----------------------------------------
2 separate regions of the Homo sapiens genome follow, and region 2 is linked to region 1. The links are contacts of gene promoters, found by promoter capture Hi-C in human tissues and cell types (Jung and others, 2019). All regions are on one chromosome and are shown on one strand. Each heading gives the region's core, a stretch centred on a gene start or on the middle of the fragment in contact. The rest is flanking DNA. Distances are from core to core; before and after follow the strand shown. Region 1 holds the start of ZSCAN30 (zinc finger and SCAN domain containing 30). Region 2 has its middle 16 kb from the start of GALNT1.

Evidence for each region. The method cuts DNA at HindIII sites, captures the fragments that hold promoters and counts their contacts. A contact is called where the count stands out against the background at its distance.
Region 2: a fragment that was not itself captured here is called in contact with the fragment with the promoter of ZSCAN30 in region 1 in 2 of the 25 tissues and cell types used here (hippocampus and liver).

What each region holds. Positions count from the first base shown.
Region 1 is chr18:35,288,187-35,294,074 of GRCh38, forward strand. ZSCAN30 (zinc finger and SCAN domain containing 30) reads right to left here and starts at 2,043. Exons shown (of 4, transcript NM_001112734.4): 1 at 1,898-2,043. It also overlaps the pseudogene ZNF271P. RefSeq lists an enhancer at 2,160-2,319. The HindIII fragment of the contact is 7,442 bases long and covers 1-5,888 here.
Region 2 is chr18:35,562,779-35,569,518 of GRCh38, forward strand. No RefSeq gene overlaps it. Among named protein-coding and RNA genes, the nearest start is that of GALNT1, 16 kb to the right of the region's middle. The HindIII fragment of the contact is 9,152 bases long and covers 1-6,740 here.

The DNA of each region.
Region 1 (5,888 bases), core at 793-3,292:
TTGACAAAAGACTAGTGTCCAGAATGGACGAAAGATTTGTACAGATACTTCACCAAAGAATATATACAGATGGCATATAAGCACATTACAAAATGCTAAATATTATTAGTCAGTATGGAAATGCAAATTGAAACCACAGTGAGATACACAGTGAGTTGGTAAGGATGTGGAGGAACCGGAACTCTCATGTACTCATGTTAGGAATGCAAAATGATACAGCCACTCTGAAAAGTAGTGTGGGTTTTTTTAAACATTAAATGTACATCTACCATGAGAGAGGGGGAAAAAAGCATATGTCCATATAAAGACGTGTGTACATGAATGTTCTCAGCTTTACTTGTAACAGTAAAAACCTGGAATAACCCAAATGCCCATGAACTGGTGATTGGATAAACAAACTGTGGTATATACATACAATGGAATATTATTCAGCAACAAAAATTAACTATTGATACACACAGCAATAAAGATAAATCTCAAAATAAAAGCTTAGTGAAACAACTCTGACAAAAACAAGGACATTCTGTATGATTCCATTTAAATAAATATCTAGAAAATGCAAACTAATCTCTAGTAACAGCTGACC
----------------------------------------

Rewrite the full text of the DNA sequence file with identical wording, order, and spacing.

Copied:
2 separate regions of the Homo sapiens genome follow, and region 2 is linked to region 1. The links are contacts of gene promoters, found by promoter capture Hi-C in human tissues and cell types (Jung and others, 2019). All regions are on one chromosome and are shown on one strand. Each heading gives the region's core, a stretch centred on a gene start or on the middle of the fragment in contact. The rest is flanking DNA. Distances are from core to core; before and after follow the strand shown. Region 1 holds the start of ZSCAN30 (zinc finger and SCAN domain containing 30). Region 2 has its middle 16 kb from the start of GALNT1.

Evidence for each region. The method cuts DNA at HindIII sites, captures the fragments that hold promoters and counts their contacts. A contact is called where the count stands out against the background at its distance.
Region 2: a fragment that was not itself captured here is called in contact with the fragment with the promoter of ZSCAN30 in region 1 in 2 of the 25 tissues and cell types used here (hippocampus and liver).

What each region holds. Positions count from the first base shown.
Region 1 is chr18:35,288,187-35,294,074 of GRCh38, forward strand. ZSCAN30 (zinc finger and SCAN domain containing 30) reads right to left here and starts at 2,043. Exons shown (of 4, transcript NM_001112734.4): 1 at 1,898-2,043. It also overlaps the pseudogene ZNF271P. RefSeq lists an enhancer at 2,160-2,319. The HindIII fragment of the contact is 7,442 bases long and covers 1-5,888 here.
Region 2 is chr18:35,562,779-35,569,518 of GRCh38, forward strand. No RefSeq gene overlaps it. Among named protein-coding and RNA genes, the nearest start is that of GALNT1, 16 kb to the right of the region's middle. The HindIII fragment of the contact is 9,152 bases long and covers 1-6,740 here.

The DNA of each region.
Region 1 (5,888 bases), core at 793-3,292:
TTGACAAAAGACTAGTGTCCAGAATGGACGAAAGATTTGTACAGATACTTCACCAAAGAATATATACAGATGGCATATAAGCACATTACAAAATGCTAAATATTATTAGTCAGTATGGAAATGCAAATTGAAACCACAGTGAGATACACAGTGAGTTGGTAAGGATGTGGAGGAACCGGAACTCTCATGTACTCATGTTAGGAATGCAAAATGATACAGCCACTCTGAAAAGTAGTGTGGGTTTTTTTAAACATTAAATGTACATCTACCATGAGAGAGGGGGAAAAAAGCATATGTCCATATAAAGACGTGTGTACATGAATGTTCTCAGCTTTACTTGTAACAGTAAAAACCTGGAATAACCCAAATGCCCATGAACTGGTGATTGGATAAACAAACTGTGGTATATACATACAATGGAATATTATTCAGCAACAAAAATTAACTATTGATACACACAGCAATAAAGATAAATCTCAAAATAAAAGCTTAGTGAAACAACTCTGACAAAAACAAGGACATTCTGTATGATTCCATTTAAATAAATATCTAGAAAATGCAAACTAATCTCTAGTAACAGCTGACC